2. At some point you may reference something which is consistent with your mental picture, but contradicts the reader’s, jarring them out of the story. For example, two pages later you have the character slide his sword into his belt to get it out of the way, but the reader pictured a sword which was either two large to do that, or long enough the character is now constantly tripping over it.

      So ideally, when describing, your being as specific as possible to lock the story into concrete, rather than muddy water which changes for the reader. Rapier instead of sword, Oak instead of tree, Stallion instead of horse, etc…

      The jarring issue is also why you want to get your describing done as much as possible at the start of the book/chapter/scene, so something later doesn’t retroactively change the picture on the reader in the middle of the action.

  6. Dorothy Grant

    Most of the pantsers I know – me included – have a tendency to include only the setting information that their characters notice. This isn’t enough.

    The lightbulb just clicked on… flickering…flickering…nope, we have illumination! Thank you!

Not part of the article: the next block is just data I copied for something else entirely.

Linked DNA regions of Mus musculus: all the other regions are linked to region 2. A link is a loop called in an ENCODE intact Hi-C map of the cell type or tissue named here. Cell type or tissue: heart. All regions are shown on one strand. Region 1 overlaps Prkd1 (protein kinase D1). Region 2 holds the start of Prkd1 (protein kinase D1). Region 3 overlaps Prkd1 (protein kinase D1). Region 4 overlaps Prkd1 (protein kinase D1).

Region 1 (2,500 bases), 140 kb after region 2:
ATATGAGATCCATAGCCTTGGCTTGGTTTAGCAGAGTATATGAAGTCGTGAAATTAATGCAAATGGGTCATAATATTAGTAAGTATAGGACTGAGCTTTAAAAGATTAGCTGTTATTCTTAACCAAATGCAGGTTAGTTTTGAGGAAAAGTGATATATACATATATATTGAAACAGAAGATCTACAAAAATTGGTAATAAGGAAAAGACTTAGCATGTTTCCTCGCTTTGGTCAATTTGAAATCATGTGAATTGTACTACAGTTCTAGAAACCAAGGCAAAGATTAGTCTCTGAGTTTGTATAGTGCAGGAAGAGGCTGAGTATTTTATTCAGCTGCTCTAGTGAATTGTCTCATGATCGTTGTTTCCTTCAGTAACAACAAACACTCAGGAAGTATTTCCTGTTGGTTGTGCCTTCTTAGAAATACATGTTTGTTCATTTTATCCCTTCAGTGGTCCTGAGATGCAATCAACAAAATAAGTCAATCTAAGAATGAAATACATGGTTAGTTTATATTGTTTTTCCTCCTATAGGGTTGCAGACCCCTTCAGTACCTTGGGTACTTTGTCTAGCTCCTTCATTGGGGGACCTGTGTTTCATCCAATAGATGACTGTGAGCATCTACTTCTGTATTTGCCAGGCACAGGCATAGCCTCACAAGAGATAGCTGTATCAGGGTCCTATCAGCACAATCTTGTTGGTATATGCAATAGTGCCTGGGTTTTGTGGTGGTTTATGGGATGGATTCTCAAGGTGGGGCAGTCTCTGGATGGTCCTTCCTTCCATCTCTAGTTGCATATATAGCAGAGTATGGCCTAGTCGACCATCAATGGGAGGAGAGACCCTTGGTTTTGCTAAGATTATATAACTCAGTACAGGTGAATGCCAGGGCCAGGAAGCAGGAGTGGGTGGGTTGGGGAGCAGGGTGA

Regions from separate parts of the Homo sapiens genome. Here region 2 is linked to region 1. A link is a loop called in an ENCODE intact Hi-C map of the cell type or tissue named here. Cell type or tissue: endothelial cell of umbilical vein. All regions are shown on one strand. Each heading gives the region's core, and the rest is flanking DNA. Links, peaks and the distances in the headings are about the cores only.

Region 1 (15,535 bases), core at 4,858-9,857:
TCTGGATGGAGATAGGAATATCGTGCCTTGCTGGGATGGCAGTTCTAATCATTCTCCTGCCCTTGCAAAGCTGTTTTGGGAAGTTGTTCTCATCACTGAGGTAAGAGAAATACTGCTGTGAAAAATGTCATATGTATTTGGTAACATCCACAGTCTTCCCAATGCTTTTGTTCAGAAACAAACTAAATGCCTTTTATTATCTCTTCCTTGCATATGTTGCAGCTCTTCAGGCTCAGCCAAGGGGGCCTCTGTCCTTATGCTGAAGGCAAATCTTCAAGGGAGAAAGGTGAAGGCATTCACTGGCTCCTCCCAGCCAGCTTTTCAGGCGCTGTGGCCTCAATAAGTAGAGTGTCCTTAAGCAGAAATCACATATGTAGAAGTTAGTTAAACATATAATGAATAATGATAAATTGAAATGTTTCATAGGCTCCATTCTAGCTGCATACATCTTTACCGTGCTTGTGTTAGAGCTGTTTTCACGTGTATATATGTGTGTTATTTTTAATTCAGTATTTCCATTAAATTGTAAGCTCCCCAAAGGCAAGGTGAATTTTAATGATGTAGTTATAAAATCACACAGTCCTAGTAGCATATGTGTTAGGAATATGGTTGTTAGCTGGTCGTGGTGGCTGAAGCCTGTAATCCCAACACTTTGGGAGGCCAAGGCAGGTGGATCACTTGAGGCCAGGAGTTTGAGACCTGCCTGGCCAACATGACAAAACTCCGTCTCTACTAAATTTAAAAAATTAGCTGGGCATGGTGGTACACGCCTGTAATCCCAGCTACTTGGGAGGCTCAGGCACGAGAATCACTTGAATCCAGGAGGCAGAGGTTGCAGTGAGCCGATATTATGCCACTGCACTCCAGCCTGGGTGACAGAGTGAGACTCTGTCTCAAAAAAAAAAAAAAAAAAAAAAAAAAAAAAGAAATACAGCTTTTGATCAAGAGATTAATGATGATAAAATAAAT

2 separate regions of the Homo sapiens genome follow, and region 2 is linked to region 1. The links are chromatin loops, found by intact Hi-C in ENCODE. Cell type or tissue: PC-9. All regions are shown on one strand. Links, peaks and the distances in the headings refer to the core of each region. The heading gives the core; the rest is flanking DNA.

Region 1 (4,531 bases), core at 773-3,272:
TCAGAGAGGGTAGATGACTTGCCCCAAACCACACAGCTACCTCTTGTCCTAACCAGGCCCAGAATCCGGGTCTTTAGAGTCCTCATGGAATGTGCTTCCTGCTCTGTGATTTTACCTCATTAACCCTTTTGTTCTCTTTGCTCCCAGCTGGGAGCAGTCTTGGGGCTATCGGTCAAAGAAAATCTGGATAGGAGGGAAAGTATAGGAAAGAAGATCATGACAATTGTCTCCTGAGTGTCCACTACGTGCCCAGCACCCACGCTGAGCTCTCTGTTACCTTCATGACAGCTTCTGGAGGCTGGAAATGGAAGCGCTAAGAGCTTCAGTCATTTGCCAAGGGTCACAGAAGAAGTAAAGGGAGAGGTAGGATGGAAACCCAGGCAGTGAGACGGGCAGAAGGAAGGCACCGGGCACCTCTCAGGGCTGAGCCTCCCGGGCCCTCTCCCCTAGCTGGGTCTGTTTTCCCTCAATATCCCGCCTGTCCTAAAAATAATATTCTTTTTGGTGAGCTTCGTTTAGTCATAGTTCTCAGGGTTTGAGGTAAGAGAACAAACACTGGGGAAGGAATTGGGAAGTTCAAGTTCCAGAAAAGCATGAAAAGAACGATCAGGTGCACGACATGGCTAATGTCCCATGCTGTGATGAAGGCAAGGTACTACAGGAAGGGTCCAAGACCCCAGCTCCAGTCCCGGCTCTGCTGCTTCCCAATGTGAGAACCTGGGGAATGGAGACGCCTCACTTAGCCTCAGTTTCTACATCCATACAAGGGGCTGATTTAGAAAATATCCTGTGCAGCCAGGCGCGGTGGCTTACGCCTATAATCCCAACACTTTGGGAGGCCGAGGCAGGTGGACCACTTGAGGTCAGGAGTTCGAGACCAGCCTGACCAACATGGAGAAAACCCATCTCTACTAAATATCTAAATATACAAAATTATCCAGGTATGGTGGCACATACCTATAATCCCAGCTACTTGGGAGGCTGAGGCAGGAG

• Mary

      Well, actually, you should have only the setting information your characters notice. The point is to infiltrate that with enough information for the reader. That’s where it becomes Art.

  7. Mary

    The third problem is that, writing merrily along, you reach automatically for the details that match your experience of the world. So that, for instance, you give a character light to see by under circumstances where there would be no light, because you’re just so used to having light be only a flip of the switch away, or even be shining spontaneously when you happen on a location.

    • Since there are now LED bulbs with Passive Infra-Red sensors built in (I have one in a hallway), light “shining spontaneously” is part of our world. It’s not magic, but it might as well be.

      • Mary

        In A Diabolical Bargain, I had to remind myself more than once that an underground tunnel in the dead of night, without a single light, would be too dark to see anything. (Though revision got all the stray sight out.)

  8. I have this tendency to create problems for the characters to which there are no solutions. Example this week, a weapon that disentangles particles. Which, if you are a distributed intelligence that uses entanglement to connect parts of your brain and body together all over the solar system, would kill you deader than shit. The weapon is a mathematical algorithm that runs on quantum hardware. It bends the universe in higher dimensions to break entanglement.

    So instead of the robot girlfriends protecting their humans from the alien menace, now the squishy humans have to protect their robots.

    There’s some pissed off AIs right now, let me tell you.

    This morning I finally figured out a way to beat it. I feel like a boss. 🙂